Under pressure from artists, the council is revising a 2002 law banning murals on most private property to legalize the city’s best-known works and some more recent pieces.
By Richard Winton
From the aging homages to Chicano history on the Eastside to Shepard Fairey’s towering “Peace Goddess” watching over downtown, Los Angeles has earned a reputation as the street mural capital of the world.
But for nearly a decade, much of this artwork has been done illicitly.
City ordinances make it illegal to create murals on the vast majority of private properties. Officials estimate that more than 300 murals have been painted over in the last several years, a fact that has frustrated artists as well as property owners who commission the murals.
“The mural capital of the world is no more,” said the artist Saber, who had a mural covered up by a city-contracted graffiti work crew earlier this year. “They buff beautiful pieces, harass property owners and threaten us like we are in street gangs.”…………………….CONTINUE READING HERE
The reason I hired five jet planes to sky write over City Hall and downtown Los Angeles is to bring awareness to how ridiculous a moratorium on public art is.
The city states that all public murals are signage, effectively banning art from the walls of Los Angeles. And it is removed at the taxpayers’ expense. Money is given to private graffiti removal companies, who have broken onto private property to paint murals beige. The owners of small businesses where murals have been painted have been harassed and threatened with fines if they do not remove the artwork. Police officers raid homes and places of work, intimidating artists and building owners. During this time of economic crisis, “mural signs” are an easy target for the city to extract money. This moratorium is a clear violation of the first amendment right to free speech and enforcement for these unreasonable laws is a complete waste of taxpayer funds.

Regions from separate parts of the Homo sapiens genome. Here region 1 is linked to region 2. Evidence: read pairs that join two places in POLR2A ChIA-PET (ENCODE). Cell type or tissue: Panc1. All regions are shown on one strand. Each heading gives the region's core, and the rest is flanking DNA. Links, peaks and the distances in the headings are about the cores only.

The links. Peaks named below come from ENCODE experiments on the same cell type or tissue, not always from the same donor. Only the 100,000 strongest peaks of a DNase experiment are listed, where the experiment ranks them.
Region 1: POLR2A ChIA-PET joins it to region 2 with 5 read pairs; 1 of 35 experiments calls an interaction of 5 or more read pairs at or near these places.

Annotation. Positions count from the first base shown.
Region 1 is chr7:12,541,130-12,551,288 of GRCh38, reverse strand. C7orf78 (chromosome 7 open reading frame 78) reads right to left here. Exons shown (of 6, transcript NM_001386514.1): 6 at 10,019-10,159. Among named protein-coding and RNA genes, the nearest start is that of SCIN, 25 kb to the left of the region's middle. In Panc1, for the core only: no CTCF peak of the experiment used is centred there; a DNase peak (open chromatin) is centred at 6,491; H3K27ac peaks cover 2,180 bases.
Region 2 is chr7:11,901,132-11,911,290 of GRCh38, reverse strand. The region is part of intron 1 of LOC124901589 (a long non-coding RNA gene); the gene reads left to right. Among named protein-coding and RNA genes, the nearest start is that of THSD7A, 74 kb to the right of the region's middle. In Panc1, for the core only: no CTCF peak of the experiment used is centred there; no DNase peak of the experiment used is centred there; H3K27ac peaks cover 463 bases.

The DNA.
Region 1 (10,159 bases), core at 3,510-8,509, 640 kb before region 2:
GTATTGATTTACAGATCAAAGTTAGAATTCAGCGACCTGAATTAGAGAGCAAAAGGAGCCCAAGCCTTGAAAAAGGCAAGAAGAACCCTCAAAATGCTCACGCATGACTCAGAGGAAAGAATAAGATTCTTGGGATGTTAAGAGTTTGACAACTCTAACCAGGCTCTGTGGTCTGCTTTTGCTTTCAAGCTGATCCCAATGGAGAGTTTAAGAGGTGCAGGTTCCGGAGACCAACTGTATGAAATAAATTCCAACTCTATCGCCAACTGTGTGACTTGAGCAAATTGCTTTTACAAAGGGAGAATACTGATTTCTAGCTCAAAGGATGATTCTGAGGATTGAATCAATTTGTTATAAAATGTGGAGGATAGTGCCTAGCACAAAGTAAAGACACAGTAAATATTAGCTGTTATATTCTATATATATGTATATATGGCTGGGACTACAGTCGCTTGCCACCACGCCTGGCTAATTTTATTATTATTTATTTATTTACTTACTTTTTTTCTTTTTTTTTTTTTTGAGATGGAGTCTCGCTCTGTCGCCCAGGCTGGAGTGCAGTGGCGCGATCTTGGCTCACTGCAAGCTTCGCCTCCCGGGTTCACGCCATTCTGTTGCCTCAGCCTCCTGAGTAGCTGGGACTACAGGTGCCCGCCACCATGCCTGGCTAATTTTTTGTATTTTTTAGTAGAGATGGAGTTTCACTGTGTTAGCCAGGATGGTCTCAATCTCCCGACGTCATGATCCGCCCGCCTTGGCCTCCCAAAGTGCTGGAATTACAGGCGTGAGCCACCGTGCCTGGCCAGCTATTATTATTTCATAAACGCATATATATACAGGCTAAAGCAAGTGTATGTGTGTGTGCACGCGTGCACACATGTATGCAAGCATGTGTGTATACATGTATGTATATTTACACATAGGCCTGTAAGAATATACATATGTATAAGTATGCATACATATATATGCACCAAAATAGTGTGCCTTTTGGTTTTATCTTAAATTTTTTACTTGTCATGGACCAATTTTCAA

To put things in perspective I recently visited the beautiful set of murals inside the Terminal Annex Building on Alameda. This mural was painted in 1941-44 and was funded by the “Works Progress Administration” (WPA). Murals are just a part of the legacy of a national program that put the country to work during the Great Depression.
Fast-forward to the Great Recession, taxpayer money is now used to obliterate all traces of the artwork my generation have created. I believe this is city-funded censorship pushed by lawmakers with personal vendettas. Potential jail time is more probable for us than the opportunity of creating an artistic legacy for the next generation. In a city that used to proudly call itself the “Mural Capitol Of The World,” the officials who enforce this ban should be ashamed to call themselves “Angelinos.”
Art Is Not A Crime… End Mural Moratorium.
Tell Mayor Villagaigosa and the L.A. City Attorney’s office to end the mural moratorium now:
* In 2007, the graffiti gallery Crewest, along with help from the activist group Friends of the L.A. River (FoLAR) organized “Meeting of Styles: LA.” The event brought together over 100 graffiti artists to spray paint a 10,000 square foot section of the L.A. River at the Arroyo Seco Confluence in Highland Park. Despite the fact that the organizers secured all necessary permits for the mural project, and that the event was fully licensed by the county; supervisor Gloria Molina objected to the work after the fact and introduced an emergency measure to the County Board of Supervisors that forced the mural to be whitewashed from the flood walls. A spokeswoman for Molina called the legal graffiti murals a “public nuisance and a potential safety hazard,” and justified Molina’s decision to introduce the mural’s removal by saying the county was “trying to save lives.”
A view of “America Tropical,” partly whitewashed. (Credit: PBS)
* Of course, this sort of thing has a long history in Los Angeles. In 1932, David Alfaro Siqueiros painted America Tropical in a rooftop beer garden on Olvera Street. The mural’s centerpiece featured a crucified Indian, hovered over by an imperial American eagle. The part of the offending mural that could be seen from the street was covered almost immediately; the rest was whitewashed within a year.
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